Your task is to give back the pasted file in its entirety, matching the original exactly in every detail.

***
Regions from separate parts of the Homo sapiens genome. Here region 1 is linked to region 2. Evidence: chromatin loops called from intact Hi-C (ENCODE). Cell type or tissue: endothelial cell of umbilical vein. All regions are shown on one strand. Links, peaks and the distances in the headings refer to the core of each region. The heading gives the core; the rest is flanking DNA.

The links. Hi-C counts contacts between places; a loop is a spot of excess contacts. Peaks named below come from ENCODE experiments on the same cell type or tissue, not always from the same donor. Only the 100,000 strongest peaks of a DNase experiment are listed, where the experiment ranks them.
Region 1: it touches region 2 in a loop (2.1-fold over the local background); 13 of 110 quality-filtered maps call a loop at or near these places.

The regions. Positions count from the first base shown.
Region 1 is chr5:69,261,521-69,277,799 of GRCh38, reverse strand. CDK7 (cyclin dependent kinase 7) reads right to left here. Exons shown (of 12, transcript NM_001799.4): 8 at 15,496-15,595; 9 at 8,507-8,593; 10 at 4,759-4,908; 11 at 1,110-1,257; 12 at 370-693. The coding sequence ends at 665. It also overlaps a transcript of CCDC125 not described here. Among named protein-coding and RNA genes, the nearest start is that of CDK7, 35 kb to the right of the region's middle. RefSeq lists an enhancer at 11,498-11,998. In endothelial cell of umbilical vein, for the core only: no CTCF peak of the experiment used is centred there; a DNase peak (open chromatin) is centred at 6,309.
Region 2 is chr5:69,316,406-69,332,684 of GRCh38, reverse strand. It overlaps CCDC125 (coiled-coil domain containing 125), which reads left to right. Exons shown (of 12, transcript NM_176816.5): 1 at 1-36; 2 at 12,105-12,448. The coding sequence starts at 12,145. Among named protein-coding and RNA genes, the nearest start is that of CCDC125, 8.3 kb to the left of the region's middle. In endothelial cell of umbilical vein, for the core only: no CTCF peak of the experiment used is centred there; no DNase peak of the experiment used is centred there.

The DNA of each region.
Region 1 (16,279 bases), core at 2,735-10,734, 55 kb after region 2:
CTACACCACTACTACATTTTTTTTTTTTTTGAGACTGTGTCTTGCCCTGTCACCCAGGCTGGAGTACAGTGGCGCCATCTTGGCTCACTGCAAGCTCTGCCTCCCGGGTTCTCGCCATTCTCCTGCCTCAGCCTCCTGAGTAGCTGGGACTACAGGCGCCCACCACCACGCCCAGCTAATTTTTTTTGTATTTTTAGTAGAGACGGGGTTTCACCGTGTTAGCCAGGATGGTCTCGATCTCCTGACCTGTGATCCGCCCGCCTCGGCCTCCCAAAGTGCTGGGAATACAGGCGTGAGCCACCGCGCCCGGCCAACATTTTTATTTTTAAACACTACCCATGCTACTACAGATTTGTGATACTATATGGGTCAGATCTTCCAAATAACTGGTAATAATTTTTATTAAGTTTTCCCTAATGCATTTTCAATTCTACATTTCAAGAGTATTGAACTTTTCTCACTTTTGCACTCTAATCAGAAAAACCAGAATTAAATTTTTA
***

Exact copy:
Regions from separate parts of the Homo sapiens genome. Here region 1 is linked to region 2. Evidence: chromatin loops called from intact Hi-C (ENCODE). Cell type or tissue: endothelial cell of umbilical vein. All regions are shown on one strand. Links, peaks and the distances in the headings refer to the core of each region. The heading gives the core; the rest is flanking DNA.

The links. Hi-C counts contacts between places; a loop is a spot of excess contacts. Peaks named below come from ENCODE experiments on the same cell type or tissue, not always from the same donor. Only the 100,000 strongest peaks of a DNase experiment are listed, where the experiment ranks them.
Region 1: it touches region 2 in a loop (2.1-fold over the local background); 13 of 110 quality-filtered maps call a loop at or near these places.

The regions. Positions count from the first base shown.
Region 1 is chr5:69,261,521-69,277,799 of GRCh38, reverse strand. CDK7 (cyclin dependent kinase 7) reads right to left here. Exons shown (of 12, transcript NM_001799.4): 8 at 15,496-15,595; 9 at 8,507-8,593; 10 at 4,759-4,908; 11 at 1,110-1,257; 12 at 370-693. The coding sequence ends at 665. It also overlaps a transcript of CCDC125 not described here. Among named protein-coding and RNA genes, the nearest start is that of CDK7, 35 kb to the right of the region's middle. RefSeq lists an enhancer at 11,498-11,998. In endothelial cell of umbilical vein, for the core only: no CTCF peak of the experiment used is centred there; a DNase peak (open chromatin) is centred at 6,309.
Region 2 is chr5:69,316,406-69,332,684 of GRCh38, reverse strand. It overlaps CCDC125 (coiled-coil domain containing 125), which reads left to right. Exons shown (of 12, transcript NM_176816.5): 1 at 1-36; 2 at 12,105-12,448. The coding sequence starts at 12,145. Among named protein-coding and RNA genes, the nearest start is that of CCDC125, 8.3 kb to the left of the region's middle. In endothelial cell of umbilical vein, for the core only: no CTCF peak of the experiment used is centred there; no DNase peak of the experiment used is centred there.

The DNA of each region.
Region 1 (16,279 bases), core at 2,735-10,734, 55 kb after region 2:
CTACACCACTACTACATTTTTTTTTTTTTTGAGACTGTGTCTTGCCCTGTCACCCAGGCTGGAGTACAGTGGCGCCATCTTGGCTCACTGCAAGCTCTGCCTCCCGGGTTCTCGCCATTCTCCTGCCTCAGCCTCCTGAGTAGCTGGGACTACAGGCGCCCACCACCACGCCCAGCTAATTTTTTTTGTATTTTTAGTAGAGACGGGGTTTCACCGTGTTAGCCAGGATGGTCTCGATCTCCTGACCTGTGATCCGCCCGCCTCGGCCTCCCAAAGTGCTGGGAATACAGGCGTGAGCCACCGCGCCCGGCCAACATTTTTATTTTTAAACACTACCCATGCTACTACAGATTTGTGATACTATATGGGTCAGATCTTCCAAATAACTGGTAATAATTTTTATTAAGTTTTCCCTAATGCATTTTCAATTCTACATTTCAAGAGTATTGAACTTTTCTCACTTTTGCACTCTAATCAGAAAAACCAGAATTAAATTTTTA